Animal Farm

Sept. 17 (Bloomberg) — Private investors in China, the world’s largest metals user, have stockpiled “substantial” quantities of copper as the government ramps up stimulus spending to spur the economy, according to Sucden Financial Ltd.

Pig farmers and other speculators may have amassed more than 50,000 metric tons, Jeremy Goldwyn, who oversees business development in Asia for London-based Sucden, wrote in an e- mailed report after a visit to China. That’s about half the level of inventories tallied by the Shanghai Futures Exchange, which stood last week at a two-year high of 97,396 tons.

Many of us will have chuckled over the story that Chinese farmers are piling up base metals next to the barnyard muck-heap and as we do we will all be guilty of condescending to those sucked into a speculative whirl created when hot money met the Asian gambling instinct, forgetful of the fact that – though we have a penchant for intangibles rather than things you can stub your toe on – we are just as much at fault ourselves and for the very same reasons, to boot.

For, if we look behind the surface, we must see that our Oriental Farmer Giles’ actions are not exactly an irrational response to the vast monetary over-supply prevalent in a China where prospectively profitable outlets for all that ‘stimulus’ money are in decidedly short supply. The result is a ‘Flucht in die Sachwerte’ as Mises put it – a “flight to real values”.

We can already see that the brief stock market pullback which occurred when they feathered the throttle earlier this summer has completely terrified the Chinese authorities – helping them realize they have what Hayek called a ‘tiger by the tail’. By this we mean that they know no good can come of holding to their present course, but that they are also aware they will be instantly eaten alive if they dare to let go. As a result, PboC Vice Governor Su Ning was on the newswires today talking of continuing the present ‘moderately loose policy’ – i.e., naked inflationism – out into 2010. Heaven help us all!

But no illusions of Occidental superiority should be allowed to intrude, for we cannot expect our worthy central bankers to be any less pusillanimous when their turn comes to act – for all the current rumour-mongering about tough talk behind closed doors at the Fed.

As we said almost from Day One of the crisis, Bernanke’s utter misreading of the 1930s has fixed the Fed’s ‘mistake’ of 1937 just a large in his sights as that of 1930. Needless to say, while they focus on the drama of that one, blighted decade, he and his peers completely neglect the whole sad chronicle of mistakes committed during the years 1913-1929 and 1938-2009, as its flawed doctrines and political biddability have combined to gut the far more pure ‘capitalism’ which preceded the Fed’s establishment and which have promoted in its place the pandemonium of bank-led, crony corporatist welfare we practice so disastrously today.

At present, the main difficulty we face in our own work is that of not being too repetitive in laying out what he have been saying since the Crisis started (and hinting at long before then): namely, that Government activism + central bank accommodation = more money despite lowered levels of direct commercial bank lending to the private sector and that this, in turn, is enough to set the stage for an ill-founded revival in real-side activity.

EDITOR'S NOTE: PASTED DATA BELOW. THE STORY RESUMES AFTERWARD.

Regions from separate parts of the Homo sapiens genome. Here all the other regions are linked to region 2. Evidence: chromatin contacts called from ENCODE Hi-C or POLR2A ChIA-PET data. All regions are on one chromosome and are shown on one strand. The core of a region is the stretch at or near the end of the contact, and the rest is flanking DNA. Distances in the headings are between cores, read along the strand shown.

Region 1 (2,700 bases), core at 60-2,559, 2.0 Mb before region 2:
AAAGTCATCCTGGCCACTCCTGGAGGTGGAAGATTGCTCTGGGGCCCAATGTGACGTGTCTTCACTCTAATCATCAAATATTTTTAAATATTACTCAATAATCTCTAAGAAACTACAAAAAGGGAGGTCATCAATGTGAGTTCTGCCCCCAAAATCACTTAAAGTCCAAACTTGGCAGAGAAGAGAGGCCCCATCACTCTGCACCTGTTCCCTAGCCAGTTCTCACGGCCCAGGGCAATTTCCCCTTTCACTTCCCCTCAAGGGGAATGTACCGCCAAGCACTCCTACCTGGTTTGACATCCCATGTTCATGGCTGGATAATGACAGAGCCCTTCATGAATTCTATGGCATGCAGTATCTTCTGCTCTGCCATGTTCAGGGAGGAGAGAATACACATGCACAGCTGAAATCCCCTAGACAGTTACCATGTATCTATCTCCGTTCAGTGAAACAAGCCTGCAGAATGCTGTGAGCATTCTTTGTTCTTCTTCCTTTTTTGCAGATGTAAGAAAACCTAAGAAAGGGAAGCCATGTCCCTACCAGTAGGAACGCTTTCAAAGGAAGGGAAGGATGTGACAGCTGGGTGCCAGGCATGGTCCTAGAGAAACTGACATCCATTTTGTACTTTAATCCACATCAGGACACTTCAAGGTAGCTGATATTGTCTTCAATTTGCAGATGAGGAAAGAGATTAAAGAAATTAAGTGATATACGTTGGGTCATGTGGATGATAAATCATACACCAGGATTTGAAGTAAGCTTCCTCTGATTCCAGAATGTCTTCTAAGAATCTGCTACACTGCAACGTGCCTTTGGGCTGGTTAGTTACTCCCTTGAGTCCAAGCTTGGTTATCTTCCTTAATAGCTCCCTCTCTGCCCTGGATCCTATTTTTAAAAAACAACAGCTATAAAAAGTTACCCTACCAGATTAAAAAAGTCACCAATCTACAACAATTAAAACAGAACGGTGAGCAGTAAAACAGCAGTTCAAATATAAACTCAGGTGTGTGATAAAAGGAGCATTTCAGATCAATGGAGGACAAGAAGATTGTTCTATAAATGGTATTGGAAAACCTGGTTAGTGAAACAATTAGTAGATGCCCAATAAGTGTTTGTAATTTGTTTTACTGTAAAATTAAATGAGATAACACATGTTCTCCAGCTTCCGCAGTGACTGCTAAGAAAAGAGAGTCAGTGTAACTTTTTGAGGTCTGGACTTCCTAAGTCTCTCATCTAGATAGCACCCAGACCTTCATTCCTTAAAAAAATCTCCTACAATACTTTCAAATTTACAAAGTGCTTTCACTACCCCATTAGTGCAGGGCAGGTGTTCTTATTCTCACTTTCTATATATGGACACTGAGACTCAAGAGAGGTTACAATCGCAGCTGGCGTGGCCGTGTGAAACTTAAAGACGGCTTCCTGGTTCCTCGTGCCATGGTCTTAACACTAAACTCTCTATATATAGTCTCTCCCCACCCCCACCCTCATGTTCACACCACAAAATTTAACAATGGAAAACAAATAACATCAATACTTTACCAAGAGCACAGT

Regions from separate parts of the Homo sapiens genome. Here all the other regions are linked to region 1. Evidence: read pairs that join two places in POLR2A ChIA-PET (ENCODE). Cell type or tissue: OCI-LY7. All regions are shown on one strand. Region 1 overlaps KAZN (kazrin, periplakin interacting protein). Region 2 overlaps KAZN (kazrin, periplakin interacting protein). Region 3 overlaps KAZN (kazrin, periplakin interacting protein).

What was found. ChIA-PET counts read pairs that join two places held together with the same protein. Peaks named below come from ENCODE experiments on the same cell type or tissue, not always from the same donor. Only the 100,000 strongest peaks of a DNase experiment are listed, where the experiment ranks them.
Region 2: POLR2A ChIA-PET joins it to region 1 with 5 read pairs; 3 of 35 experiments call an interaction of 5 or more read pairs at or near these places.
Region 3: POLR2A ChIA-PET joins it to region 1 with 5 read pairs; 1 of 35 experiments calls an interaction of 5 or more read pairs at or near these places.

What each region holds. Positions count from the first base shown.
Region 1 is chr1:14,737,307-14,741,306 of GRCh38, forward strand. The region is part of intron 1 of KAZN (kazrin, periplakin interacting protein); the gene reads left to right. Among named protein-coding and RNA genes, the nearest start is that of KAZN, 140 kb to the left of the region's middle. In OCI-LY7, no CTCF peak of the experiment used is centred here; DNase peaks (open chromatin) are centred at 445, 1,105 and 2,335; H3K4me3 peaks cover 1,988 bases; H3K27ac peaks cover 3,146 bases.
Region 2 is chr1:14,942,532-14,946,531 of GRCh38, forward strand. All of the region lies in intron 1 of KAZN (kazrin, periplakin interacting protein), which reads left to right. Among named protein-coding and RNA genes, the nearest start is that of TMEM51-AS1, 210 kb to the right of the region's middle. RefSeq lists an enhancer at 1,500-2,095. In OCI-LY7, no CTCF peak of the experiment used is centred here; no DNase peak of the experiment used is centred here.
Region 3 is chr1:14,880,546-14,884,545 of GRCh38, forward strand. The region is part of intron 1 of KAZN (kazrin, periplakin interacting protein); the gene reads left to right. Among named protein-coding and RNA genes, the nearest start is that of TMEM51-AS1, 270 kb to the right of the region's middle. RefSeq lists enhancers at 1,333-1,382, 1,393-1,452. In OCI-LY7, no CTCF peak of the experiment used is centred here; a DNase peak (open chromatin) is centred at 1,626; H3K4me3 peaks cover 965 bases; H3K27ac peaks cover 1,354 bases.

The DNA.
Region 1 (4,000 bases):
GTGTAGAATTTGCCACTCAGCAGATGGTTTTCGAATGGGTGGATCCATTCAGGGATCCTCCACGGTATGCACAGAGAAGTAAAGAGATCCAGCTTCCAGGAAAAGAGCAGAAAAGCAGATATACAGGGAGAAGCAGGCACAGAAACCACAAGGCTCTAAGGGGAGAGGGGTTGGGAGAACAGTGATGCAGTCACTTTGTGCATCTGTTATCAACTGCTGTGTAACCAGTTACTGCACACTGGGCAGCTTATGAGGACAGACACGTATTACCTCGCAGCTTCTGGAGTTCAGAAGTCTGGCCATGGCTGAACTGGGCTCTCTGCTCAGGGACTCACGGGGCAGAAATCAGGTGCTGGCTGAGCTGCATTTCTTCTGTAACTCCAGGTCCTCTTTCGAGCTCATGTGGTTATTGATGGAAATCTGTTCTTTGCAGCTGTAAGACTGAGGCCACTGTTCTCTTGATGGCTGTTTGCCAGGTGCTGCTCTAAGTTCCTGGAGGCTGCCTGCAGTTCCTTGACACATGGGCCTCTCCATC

This, of course, is already proving enough to bedazzle the intellectual goldfish who teem in our waters and it is certainly providing plentiful ammunition for our recently state-sponsored stock promoting class – this even though the upswing is becoming ever more dependent on a government interventionism littered with ‘broken windows’ and scarred with the smoking craters of economic collateral damage. Furthermore – and much sooner than anyone really credits it – it will also result in higher goods prices despite the presence of the so-called ‘output gaps’ (i.e., the many abandoned factories, deserted shipyards, uncompetitive vehicle assembly lines, and dust-blown construction sites) which, despite their evident disutility, are deemed to offer a safety valve, according to the tenets of Keynesian Groupthink.

As a result, it is very likely – if not quite fully guaranteed – that we have, as predicted, avoided our 1931-33 reprise. So, let’s hand it to those recidivist drunk drivers, Ben and Merv and Jean-Claude, for being canny enough to ferry some of their victims straight to the local hospital in the hope of impressing the judge at their hearing.

The sad truth is that, whether we are spared our mini-1937 moment as the stimulus is wound down (if only in real, not nominal, magnitude, and probably not in its application, per se), or whether the avid desire to avoid the stutter of a ‘double-dip’ is to forego all meaningful attempt at Cold Turkey, the central bankers’ much-acclaimed ‘success’ implies that we will fully realise our impoverishment amid a re-run of the stagflationary 1970s instead.

This will come about as a direct result of the way in which the over-extension of monetary loosening and the intensification of an already gross degree of state interference will impede the necessary healing processes of private entrepreneurialism while fostering both a divisive economic nationalism across borders and a febrile social factionalism within them.

To sum it up in a quote:-

“We are currently in a market where government bonds, corporate bonds, industrial commodities, precious metals, major and emerging market stocks are ALL rising while the volatilities and risk spreads associated with of most of the above are falling. This is not a bull market for gold and silver – it’s a bear market for paper currencies, led by the USD and driven by a deliberate, rapid inflation of the narrow money supply almost everywhere you look. Do not expect this policy to be reversed anytime soon”

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